Librarians Without Borders Okay, now this is just cool. » LoC Authority files, yours to keep! Free authority files? is the world coming to an end? I gotta make sure our cataloger knows about this. :-)

Information Wants To Be Free » Blog Archive » Making things happen! Wow! I didn't know Meredith is another social services veteran. This is a great post on how any of us can take a cool idea and make it a reality. That strategy's certainly worked for her...

Free Range Librarian: Your Gummint Nixes Digital Preservation *sigh*

» Jobless jitters I wouldn't go as far as saying that "NEWLIB-L should be required reading..."--but it's worth taking a look at if you haven't. I disagree with a lot of what's posted there, but I've also been very lucky in my LIS career so far...

Productivity/Time Management Articles

Get Rich Slowly » How to Win Friends and Influence People An oldie but a goodie. I don't reread this annually as JD does, but Dale Carnegie, Steven Covey, and David Allen are responsible for whatever productivity I've created in my right-brained, scattered self.

zen habits: Zen Mind: How to Declutter I'm a minimalist, Kevin is a collector. We're still working on meeting in the middle, but here are some tips on decluttering for your reading enjoyment.

zen habits: Think about your life goals Have you made a list of what you want to be/do when you grow up?

The Chief Happiness Officer Another new addition to my blogroll...check out this guy's insights on finding fulfillment at work.

Making Your LinkedIn Business Network Pay Dividends - Ya know how I was grumping a week or two back about not getting much benefit from LinkedIn? This has some great tips for making this site work better for you--I'm going to try some things it suggests and report back with progress.

Why you shouldn't buy that new gadget - Lifehacker Blasphemy!!! But definitely worth a read when you're lusting over an iPhone...

Top Ten Dalai Lama Tips - I don't have much to add can you add on to the Dalai Lama anyway?

Being an Entrepreneur Sucks! -- Young Go Getter Every so often I ponder hanging out my shingle as an independent business researcher. Then I read something like this, and explaining how to log into the campus VPN for the 28th time that day doesn't seem nearly as bad of a gig.

How to maximize your first two hours of the day - Lifehacker Some good strategies on starting your day off on the right foot without getting bogged down on "urgent" emails and other minutia.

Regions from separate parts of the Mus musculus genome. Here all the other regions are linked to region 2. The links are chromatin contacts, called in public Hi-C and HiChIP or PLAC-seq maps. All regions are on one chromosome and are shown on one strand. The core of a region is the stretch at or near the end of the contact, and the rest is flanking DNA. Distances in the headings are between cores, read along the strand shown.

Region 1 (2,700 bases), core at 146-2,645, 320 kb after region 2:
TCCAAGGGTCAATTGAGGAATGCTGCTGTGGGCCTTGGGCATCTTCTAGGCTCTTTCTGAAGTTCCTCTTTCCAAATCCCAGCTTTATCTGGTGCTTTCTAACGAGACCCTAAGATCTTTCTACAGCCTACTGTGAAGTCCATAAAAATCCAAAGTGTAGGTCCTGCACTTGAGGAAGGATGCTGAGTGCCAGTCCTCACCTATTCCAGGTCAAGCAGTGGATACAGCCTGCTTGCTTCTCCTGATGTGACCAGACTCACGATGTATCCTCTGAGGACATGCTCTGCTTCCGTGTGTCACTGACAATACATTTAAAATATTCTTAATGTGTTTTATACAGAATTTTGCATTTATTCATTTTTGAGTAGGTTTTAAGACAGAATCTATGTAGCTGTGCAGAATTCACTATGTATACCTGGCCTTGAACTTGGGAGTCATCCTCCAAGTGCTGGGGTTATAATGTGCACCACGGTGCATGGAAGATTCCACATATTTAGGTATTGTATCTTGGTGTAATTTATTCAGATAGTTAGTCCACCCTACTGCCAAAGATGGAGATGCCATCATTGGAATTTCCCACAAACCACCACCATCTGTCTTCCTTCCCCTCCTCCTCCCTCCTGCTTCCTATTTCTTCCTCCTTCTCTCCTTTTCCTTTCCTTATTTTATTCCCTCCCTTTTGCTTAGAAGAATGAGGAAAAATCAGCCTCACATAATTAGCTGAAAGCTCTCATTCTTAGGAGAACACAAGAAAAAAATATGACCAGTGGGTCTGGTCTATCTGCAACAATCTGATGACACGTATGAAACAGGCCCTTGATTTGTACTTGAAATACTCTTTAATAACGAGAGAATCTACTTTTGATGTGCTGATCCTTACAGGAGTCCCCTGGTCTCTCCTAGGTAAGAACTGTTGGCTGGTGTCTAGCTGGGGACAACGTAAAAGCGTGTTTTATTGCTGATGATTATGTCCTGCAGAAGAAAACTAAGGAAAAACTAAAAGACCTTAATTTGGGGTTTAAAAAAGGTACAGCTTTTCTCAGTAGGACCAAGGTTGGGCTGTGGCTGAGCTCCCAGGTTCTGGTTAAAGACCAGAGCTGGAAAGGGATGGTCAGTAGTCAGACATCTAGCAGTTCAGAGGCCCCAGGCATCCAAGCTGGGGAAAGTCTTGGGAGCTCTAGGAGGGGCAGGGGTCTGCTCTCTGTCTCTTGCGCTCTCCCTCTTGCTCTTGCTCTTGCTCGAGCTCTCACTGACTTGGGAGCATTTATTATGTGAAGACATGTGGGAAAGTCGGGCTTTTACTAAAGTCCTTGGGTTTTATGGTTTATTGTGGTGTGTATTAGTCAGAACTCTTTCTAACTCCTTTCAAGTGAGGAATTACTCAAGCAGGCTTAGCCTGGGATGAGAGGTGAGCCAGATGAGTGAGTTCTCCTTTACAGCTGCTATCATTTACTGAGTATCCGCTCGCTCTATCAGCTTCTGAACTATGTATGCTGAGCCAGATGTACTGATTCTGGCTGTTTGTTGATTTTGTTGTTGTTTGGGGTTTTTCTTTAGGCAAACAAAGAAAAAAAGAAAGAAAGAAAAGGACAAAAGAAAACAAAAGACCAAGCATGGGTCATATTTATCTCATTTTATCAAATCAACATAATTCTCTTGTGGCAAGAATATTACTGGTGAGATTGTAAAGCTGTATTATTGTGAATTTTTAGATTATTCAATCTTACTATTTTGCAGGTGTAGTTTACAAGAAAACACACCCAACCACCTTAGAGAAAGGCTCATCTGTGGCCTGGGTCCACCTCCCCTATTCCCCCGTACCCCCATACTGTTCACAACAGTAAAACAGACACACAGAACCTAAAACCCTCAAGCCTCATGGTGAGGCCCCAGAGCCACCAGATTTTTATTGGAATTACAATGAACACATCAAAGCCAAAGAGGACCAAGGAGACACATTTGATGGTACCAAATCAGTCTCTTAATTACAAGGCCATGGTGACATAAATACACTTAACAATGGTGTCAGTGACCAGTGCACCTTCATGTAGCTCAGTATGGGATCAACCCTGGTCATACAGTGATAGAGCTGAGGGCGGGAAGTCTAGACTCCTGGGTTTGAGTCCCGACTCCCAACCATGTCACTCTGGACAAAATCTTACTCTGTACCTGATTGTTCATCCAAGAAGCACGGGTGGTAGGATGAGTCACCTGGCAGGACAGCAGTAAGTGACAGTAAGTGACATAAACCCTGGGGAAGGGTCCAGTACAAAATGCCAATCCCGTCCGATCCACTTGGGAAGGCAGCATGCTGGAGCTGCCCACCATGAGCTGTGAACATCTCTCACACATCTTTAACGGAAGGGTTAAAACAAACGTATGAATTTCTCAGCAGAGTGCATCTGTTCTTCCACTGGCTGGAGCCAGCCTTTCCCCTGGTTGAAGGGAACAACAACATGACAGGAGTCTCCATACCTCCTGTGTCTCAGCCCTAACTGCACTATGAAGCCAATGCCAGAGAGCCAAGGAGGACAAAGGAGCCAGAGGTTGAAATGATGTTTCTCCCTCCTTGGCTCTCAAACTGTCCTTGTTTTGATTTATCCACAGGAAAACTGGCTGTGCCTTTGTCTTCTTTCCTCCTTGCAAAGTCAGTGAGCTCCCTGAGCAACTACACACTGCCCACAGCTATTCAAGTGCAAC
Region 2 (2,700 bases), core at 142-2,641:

The only sure-fire investment - On You, Inc.

Reference resources of the week (and a few silly sites)

ResourceShelf » UK: New Web Site: World War II Films from the Home Front Ok, I'm an Anglophile and a WWII buff, making this the coolest history site I've run across in a while. Have fun!

How Good Are Zillow's Estimates? - On the real estate phenomenon known as Zillow--if a patron hasn't asked you about this resource, they will. | The Romance of a Dozen Roses, the Gritty Reality of a Truckload I will never think of a dozen roses in quite the same way again.

Illuminating the Word: The St. John's Bible (A Library of Congress Exhibition) I don't care if you're a hardcore atheist--this thing's a work of art.

How does skywriting and skytyping work? Everyday Mysteries: Fun Science Facts from the Library of Congress This is why I'm here. To share reference resources on the fine art of skywriting.

The Book of Household Management, by Isabella Beeton This week's highly cool archival find. Thank you Librarian's Index to the Internet--I now have a great employee manual to pass on to my next under-housemaid.

NPR : The Partisans of Ali Do you know less than you should about Islam? (and if you're not muslim, you probably know as less than you should about Islam). This great series NPR did this week gives a good primer. I finally understand the difference between Shia and Sunni!

The Man in Seat Sixty-One... I've always wanted to take a REALLY long voyage by boat or train--like an ocean crossing or the Orient express. Until I can finagle a month off work to make that happen, I'll read this site and dream...

LibrarianInBlack: Kitty goodness Title says it all. Cat people, surf away.

Wheel of Food Now this thing is just cool. Tired of snagging a cold sandwich in the library cafe for lunch, but not sure what you want? give this site a "whirl" and see what you come up with...

Stroke Warning Signs - This week's public service link, courtesy of lifehacker.

That’s it until Saturday, when I’m going to do that long-promised progress report on my indexcard GTD implementation. I’m sure you’re all aquiver with anticipation. See you soon!